An inherent fear of Alzheimer’s disease runs rampant among seniors who deal with the symptoms of memory loss and reduced mental function. However, the latest research suggests that these problems may be the result of a far more treatable condition and that at least some of the concern might unfounded.
According to a report published in a Canadian medical journal, the symptoms that actually could be the consequences of untreated hearing loss are often mistaken as the product of Alzheimer’s.
In the Canadian study, researchers looked for connections to brain conditions by carefully evaluating participants functional abilities pertaining to thought and memory. 56 percent of people examined for cognitive impairment had minor to severe hearing loss. Surprisingly, only around 20 percent of those people reported using a hearing aid.
A clinical neuropsychologist who served as one of the study’s authors said the findings back up anecdotal evidence they’ve noticed when seeing patients who are concerned that they may have Alzheimer’s. In many circumstances, the reason behind that patient’s visit to the doctor was due to their shortened attention span or a failure to remember things their partner said to them and in many cases, it was the patient’s loved one who recommended an appointment with a physician.
The Line Between Alzheimer’s And Loss of Hearing is Blurred
It’s easy to see how someone could associate cognitive decline with Alzheimer’s because loss of hearing is not the first thing that an aging adult would consider.
Having your friend ask you for a favor is a scenario that you can be easily imagined. For instance, they have an upcoming trip and are looking for a ride to the airport. What would happen if you couldn’t hear their question clearly? Would you ask them to repeat themselves? Is there any way you would recognize that you were supposed to drive them if you didn’t hear them the second time?
It’s that kind of thinking that leads hearing professionals to believe some people might be diagnosing themselves erroneously with Alzheimer’s. Instead, it could very well be a persistent and progressive hearing issue. Bottom line, you can’t remember something that you don’t hear to begin with.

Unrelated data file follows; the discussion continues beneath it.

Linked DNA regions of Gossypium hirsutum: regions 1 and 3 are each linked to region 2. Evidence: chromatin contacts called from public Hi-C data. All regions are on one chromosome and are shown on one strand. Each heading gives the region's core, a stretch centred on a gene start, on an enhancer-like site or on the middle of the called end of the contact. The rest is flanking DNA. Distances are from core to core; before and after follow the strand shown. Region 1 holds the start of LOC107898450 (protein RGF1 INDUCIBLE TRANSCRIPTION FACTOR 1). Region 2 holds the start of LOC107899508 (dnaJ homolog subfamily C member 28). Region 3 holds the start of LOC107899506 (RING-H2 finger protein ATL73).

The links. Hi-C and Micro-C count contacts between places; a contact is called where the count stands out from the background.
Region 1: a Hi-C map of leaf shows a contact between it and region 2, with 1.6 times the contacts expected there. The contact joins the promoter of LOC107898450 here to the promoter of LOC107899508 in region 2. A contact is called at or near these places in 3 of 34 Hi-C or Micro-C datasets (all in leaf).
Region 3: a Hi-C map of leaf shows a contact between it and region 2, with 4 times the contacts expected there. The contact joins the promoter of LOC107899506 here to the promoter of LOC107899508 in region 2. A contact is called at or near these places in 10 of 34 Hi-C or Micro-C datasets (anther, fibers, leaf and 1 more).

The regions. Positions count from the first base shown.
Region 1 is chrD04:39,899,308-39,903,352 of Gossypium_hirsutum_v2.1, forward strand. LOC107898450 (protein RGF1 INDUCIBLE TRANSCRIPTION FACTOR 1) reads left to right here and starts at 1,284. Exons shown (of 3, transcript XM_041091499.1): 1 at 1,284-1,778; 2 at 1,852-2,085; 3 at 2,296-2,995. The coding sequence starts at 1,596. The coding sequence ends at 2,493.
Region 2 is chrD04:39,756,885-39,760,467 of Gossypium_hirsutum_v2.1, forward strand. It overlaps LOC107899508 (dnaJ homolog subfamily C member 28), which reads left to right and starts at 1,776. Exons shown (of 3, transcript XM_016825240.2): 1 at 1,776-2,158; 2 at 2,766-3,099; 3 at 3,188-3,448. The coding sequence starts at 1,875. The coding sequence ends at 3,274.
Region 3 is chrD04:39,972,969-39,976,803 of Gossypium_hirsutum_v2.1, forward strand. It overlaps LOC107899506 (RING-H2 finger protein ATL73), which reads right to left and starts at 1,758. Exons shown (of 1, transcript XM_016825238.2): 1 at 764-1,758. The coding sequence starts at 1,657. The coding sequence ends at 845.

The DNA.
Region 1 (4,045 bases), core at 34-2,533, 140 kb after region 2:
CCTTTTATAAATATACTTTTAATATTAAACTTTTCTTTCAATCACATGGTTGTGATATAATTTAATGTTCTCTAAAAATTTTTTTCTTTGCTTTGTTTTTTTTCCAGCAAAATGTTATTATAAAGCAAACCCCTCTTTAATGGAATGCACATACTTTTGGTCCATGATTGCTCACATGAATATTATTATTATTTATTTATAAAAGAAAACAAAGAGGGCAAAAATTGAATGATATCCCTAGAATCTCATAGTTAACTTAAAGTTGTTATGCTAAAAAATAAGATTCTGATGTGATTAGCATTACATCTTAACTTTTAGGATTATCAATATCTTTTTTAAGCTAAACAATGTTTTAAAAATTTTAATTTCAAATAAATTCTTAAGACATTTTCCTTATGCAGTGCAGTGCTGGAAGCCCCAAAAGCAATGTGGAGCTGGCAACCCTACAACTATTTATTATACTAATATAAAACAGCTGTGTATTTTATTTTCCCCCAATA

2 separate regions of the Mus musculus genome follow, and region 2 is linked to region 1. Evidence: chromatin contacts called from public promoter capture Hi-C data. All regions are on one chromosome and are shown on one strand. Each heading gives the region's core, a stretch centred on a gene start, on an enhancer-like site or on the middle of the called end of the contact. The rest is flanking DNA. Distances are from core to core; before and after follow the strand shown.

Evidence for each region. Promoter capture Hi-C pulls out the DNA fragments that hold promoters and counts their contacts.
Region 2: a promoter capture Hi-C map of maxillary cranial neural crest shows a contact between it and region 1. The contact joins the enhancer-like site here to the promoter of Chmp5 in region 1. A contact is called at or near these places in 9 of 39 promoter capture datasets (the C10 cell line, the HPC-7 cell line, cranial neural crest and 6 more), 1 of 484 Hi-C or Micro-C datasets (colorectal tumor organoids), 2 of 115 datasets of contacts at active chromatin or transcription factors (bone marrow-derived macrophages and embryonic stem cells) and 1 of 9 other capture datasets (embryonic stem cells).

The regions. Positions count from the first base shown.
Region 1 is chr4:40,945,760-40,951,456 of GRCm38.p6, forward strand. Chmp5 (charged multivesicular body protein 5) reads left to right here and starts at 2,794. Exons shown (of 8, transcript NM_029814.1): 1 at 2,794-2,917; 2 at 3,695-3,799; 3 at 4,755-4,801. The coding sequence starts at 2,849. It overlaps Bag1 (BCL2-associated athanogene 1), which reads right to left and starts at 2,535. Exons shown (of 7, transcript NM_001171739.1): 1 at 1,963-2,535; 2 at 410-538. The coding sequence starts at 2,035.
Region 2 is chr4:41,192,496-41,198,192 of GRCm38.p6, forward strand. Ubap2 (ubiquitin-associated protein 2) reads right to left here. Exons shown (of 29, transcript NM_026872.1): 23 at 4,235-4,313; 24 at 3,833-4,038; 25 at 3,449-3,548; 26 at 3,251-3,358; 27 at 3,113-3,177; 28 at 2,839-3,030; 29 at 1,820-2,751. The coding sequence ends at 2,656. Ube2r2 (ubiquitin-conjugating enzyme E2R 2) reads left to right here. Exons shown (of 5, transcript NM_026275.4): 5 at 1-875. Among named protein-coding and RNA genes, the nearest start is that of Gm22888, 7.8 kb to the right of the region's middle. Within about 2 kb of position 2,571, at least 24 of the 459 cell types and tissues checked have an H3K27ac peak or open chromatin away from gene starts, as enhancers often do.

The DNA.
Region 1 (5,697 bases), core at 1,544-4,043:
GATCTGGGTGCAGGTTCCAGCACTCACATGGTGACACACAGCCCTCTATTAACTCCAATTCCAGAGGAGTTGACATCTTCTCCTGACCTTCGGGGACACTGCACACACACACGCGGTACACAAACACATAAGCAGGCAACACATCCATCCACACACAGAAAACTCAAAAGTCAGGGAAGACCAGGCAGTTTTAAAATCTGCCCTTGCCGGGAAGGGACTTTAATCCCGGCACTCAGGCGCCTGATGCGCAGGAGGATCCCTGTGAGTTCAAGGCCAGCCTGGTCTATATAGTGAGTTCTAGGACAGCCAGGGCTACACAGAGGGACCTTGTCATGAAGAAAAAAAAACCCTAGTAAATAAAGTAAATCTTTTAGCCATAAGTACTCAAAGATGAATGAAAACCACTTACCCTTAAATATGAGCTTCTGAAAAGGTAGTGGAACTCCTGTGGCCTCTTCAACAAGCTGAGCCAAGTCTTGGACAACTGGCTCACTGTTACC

Gradual Loss of Hearing is Normal, But it Can be Treated
Considering the correlation between aging and an increased likelihood of hearing loss, it’s no surprise that people who are getting older may be having these troubles. The National Institute on Deafness and Other Communication Disorders (NIDCD) reports that just 2 percent of adults aged 45 to 54 have debilitating loss of hearing. Meanwhile, that number jumps significantly for older age brackets, coming in at 8.5 percent for 55- to 64-year-olds; 25 percent for 65- to 74-year-olds; and 50 percent for people 75-years or older.
Progressive hearing loss, which is a typical part of growing older, often goes untreated because people just accept it as part of life. In fact, it takes about 10 years on average for someone to seek treatment for hearing loss. Worse yet, less than 25 percent of people will actually purchase hearing aids even when they actually need them.
Is it Possible That You Might Have Hearing Loss?
If you’ve ever truly wondered if you were one of the millions of Americans with hearing loss severe enough that it needs to be dealt with, there are a number of revealing signs you should consider. Ask yourself the following questions:
- Do I always need to increase the volume on the radio or television to hear them?
- Do I always ask others to speak louder or slower?
- Is hearing consonants difficult?
- Do I avoid social events because having a conversation in a loud room is difficult?
- Do I have a problem understanding words if there’s a lot of background sound?
It’s important to note that while loss of hearing can be commonly confused with Alzheimer’s, science has proven a definitive link between the two conditions. A Johns Hopkins study studied 639 individuals who noted no mental impairment over a 12 to 18 year period studying their progress and aging. The results revealed that the people who experienced worse hearing at the onset of the study were more likely to develop dementia, a general term used to describe symptoms of diminished memory and cognitive function.
Getting a hearing evaluating is one way you can prevent any confusion between Alzheimer’s and loss of hearing. This should be a part of your normal yearly physical particularly if you are over 65.
Do You Have Questions About Hearing Loss?
If you think you may be confusing hearing loss with Alzheimer’s, we can help you with a complete hearing examination. Schedule your appointment for an exam today.